At 5 minutes of steeping, a pretty ordinary oolong; by 10 minutes, a strong floral taste had developed. Continued steeping made the flavor weaker and bitterer (as one would expect), but no other changes. It reminded me of the osmanthus oolong. During the second tasting, the floral flavor was not as overpowering; I was careful to use the same tsp amount of tea for each of the 9 teas, which suggests that perhaps last time I used too much of the Empress. Not bad at all, I may order it again.

At 5 minutes, another ordinary oolong, but by 10 minutes, the flavor has not become bitter but rather continued to develop into a very oolong flavor. Little change with re-steepings. In the second tasting, I noted that it was ‘a sharper blacker flavor than Anxi and Empress’. A good oolong, might be a candidate for my ‘standard’ tea (but would need to check prices of the others).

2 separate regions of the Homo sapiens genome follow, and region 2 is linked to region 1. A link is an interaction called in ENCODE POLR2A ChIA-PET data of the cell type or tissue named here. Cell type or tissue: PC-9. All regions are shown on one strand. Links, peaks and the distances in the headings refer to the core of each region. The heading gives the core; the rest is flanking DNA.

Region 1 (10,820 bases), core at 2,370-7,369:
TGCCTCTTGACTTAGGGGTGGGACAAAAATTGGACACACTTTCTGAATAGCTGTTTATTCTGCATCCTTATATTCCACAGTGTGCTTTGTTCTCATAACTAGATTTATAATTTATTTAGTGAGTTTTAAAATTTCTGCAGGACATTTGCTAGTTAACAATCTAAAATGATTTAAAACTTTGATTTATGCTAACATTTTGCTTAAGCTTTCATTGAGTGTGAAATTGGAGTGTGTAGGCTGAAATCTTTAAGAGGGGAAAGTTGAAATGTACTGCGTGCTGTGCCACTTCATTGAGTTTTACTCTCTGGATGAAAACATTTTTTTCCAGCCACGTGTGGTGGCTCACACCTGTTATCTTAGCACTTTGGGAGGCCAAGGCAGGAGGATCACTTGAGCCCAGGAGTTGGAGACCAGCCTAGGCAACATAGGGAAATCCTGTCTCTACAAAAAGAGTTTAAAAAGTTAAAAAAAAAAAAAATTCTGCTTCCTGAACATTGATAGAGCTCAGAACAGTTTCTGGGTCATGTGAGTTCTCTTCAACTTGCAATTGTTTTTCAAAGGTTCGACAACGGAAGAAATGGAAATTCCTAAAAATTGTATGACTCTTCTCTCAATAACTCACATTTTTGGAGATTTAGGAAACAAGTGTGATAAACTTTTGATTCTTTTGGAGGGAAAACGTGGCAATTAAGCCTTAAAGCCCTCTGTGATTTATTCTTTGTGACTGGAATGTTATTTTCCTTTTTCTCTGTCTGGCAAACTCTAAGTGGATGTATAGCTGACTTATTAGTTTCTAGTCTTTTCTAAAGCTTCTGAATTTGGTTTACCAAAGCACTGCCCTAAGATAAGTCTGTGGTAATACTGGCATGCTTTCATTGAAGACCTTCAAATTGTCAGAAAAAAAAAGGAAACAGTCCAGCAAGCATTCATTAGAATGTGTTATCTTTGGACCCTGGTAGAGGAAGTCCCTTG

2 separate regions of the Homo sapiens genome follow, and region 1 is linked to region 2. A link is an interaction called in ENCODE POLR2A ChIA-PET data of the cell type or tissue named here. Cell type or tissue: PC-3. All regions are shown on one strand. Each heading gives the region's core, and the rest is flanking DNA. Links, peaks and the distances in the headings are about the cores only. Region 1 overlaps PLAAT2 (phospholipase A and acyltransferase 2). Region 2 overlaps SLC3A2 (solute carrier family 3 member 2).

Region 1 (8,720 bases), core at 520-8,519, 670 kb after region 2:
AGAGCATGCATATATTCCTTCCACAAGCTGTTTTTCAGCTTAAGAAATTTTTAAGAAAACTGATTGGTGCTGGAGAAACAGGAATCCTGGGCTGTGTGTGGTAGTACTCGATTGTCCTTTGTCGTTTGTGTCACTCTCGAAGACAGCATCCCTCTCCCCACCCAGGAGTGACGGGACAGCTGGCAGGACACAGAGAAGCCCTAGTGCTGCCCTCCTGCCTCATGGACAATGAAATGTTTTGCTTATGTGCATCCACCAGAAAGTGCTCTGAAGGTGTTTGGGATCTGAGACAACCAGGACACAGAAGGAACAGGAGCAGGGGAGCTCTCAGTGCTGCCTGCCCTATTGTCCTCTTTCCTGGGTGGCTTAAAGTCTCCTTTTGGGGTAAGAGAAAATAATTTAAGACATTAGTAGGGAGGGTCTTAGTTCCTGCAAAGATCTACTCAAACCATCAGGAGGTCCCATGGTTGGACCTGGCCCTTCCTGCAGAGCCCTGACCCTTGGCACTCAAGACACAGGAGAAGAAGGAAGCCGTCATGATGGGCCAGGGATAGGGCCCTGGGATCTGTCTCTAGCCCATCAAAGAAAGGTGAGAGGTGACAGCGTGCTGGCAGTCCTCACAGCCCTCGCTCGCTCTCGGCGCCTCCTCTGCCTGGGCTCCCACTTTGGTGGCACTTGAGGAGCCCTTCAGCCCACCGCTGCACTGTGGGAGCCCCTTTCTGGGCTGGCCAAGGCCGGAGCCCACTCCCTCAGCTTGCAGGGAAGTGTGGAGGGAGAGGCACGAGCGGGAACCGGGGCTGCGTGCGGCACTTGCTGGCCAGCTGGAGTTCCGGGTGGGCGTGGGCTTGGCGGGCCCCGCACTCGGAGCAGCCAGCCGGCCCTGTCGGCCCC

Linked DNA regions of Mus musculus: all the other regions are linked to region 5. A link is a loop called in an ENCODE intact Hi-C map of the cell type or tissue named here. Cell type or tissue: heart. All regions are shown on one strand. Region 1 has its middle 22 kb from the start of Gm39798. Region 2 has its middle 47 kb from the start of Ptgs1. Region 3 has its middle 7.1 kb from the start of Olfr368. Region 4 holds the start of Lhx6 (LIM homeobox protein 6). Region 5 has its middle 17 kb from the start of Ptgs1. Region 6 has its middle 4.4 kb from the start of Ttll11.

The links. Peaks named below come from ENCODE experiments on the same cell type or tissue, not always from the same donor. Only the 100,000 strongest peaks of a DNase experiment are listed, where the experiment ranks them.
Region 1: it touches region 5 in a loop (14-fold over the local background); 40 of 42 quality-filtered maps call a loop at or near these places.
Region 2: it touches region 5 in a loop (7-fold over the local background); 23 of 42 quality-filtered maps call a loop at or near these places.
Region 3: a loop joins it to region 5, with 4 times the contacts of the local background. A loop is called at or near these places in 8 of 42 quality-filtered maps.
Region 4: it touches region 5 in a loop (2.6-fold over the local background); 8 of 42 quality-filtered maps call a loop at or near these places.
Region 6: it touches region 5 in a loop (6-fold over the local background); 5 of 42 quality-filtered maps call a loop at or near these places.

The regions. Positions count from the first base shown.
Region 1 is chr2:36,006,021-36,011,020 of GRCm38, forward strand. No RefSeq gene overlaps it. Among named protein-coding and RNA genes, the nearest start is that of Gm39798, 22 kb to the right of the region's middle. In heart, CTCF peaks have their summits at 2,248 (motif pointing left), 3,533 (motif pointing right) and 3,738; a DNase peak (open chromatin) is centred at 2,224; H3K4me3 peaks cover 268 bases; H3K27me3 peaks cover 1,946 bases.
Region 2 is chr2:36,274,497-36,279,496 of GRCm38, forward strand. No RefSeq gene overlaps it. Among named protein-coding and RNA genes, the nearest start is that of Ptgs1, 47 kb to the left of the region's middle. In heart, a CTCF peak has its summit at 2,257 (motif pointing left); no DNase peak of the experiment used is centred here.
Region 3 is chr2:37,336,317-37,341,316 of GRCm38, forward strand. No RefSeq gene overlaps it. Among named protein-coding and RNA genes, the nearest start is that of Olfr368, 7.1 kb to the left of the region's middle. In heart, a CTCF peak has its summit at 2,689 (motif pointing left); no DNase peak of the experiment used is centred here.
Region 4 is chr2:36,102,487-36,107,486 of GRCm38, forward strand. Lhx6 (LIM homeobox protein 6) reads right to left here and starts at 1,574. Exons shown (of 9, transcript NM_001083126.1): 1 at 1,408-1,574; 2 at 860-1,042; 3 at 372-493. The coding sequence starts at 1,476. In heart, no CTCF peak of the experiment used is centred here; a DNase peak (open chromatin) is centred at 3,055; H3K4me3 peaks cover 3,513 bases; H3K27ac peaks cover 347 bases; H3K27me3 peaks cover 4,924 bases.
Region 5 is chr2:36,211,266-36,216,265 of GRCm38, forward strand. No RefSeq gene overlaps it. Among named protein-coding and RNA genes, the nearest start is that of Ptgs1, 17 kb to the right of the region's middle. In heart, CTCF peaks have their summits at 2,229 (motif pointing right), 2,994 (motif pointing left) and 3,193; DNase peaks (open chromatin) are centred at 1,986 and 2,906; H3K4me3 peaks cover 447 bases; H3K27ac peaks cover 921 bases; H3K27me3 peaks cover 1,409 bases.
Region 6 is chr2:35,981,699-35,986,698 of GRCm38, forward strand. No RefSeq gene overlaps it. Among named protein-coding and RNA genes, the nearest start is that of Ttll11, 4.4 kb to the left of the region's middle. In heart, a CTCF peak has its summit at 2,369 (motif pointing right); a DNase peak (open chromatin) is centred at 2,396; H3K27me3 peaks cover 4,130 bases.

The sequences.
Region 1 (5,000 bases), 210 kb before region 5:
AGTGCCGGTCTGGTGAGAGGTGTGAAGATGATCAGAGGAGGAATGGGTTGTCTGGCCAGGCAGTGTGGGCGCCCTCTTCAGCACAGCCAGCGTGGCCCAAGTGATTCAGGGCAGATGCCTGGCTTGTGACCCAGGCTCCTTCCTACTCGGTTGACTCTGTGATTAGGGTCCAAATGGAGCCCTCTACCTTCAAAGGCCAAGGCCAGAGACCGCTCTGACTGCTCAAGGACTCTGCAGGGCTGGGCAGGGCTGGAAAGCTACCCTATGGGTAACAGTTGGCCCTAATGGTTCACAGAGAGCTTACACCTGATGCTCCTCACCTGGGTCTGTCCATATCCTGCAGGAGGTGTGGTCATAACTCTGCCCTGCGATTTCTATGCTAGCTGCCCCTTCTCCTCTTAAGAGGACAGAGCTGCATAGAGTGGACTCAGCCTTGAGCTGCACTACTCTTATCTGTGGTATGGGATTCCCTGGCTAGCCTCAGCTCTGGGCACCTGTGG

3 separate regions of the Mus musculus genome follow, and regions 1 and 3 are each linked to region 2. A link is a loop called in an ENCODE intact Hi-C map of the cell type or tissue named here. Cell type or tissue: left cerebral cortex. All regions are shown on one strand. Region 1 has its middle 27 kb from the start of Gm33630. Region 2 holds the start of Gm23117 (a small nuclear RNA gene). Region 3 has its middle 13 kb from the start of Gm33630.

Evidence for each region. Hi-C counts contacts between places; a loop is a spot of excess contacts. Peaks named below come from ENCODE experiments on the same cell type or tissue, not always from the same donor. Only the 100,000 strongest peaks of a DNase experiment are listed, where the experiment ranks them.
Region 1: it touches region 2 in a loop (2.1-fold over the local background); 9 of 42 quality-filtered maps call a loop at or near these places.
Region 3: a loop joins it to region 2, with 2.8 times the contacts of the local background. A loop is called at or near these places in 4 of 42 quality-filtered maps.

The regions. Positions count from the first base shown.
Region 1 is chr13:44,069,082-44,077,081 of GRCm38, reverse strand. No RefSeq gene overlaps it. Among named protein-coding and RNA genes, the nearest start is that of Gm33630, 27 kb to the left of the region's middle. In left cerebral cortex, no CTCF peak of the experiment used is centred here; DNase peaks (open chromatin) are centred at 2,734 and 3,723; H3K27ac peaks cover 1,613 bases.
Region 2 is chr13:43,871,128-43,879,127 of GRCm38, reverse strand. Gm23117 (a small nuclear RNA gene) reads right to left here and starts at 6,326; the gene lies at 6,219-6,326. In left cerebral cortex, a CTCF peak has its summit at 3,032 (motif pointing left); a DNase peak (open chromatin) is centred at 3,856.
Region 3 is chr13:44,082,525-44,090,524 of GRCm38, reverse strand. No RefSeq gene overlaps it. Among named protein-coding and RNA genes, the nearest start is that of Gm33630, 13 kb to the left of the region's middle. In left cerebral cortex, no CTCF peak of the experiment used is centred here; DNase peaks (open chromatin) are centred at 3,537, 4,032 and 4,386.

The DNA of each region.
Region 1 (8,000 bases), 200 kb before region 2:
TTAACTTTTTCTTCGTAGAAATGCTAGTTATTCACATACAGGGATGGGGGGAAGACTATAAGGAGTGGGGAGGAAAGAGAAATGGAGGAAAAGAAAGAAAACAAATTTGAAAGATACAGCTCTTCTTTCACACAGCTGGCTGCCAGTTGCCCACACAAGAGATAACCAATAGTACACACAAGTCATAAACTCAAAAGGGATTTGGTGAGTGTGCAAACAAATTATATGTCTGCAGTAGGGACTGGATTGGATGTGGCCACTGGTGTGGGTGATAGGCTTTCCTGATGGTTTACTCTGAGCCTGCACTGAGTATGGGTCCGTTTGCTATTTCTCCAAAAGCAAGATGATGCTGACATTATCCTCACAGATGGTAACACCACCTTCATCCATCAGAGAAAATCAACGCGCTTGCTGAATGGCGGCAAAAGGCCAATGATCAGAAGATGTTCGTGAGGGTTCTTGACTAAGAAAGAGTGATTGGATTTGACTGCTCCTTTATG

• Formosa Oolong Choicest (★★☆☆☆)

The 5 minute steeping tasted both woody and floral, an odd combination which bothered me (I had expected more—it cost twice what the Oolong Choice Grade did). The 10 minute steeping wasn’t much better: it was sweeter tasting, but the stem/wood flavor was even stronger, and it didn’t improve or change very much at any subsequent steeping. It’s possible I prepared it wrong or picked a pinch of stems, but it seems unlikely I will pay the premium for this tea when I am not sure I can even describe it as ‘good’. (In the second tasting, I noted only that it was ‘slightly sour’.)

• “Anxi tikwanyin” (★★★☆☆)

Another gift from my sister. This is a mild medium oolong with relatively little floral taste compared to everything else I’ve been testing. As expected from the Anxi county tea region, their Tie-Guan-Yin is perfectly acceptable.

• “Momo Oolong Super Grade”, Lupicia Fresh Tea (★★★☆☆ / ★★★★☆)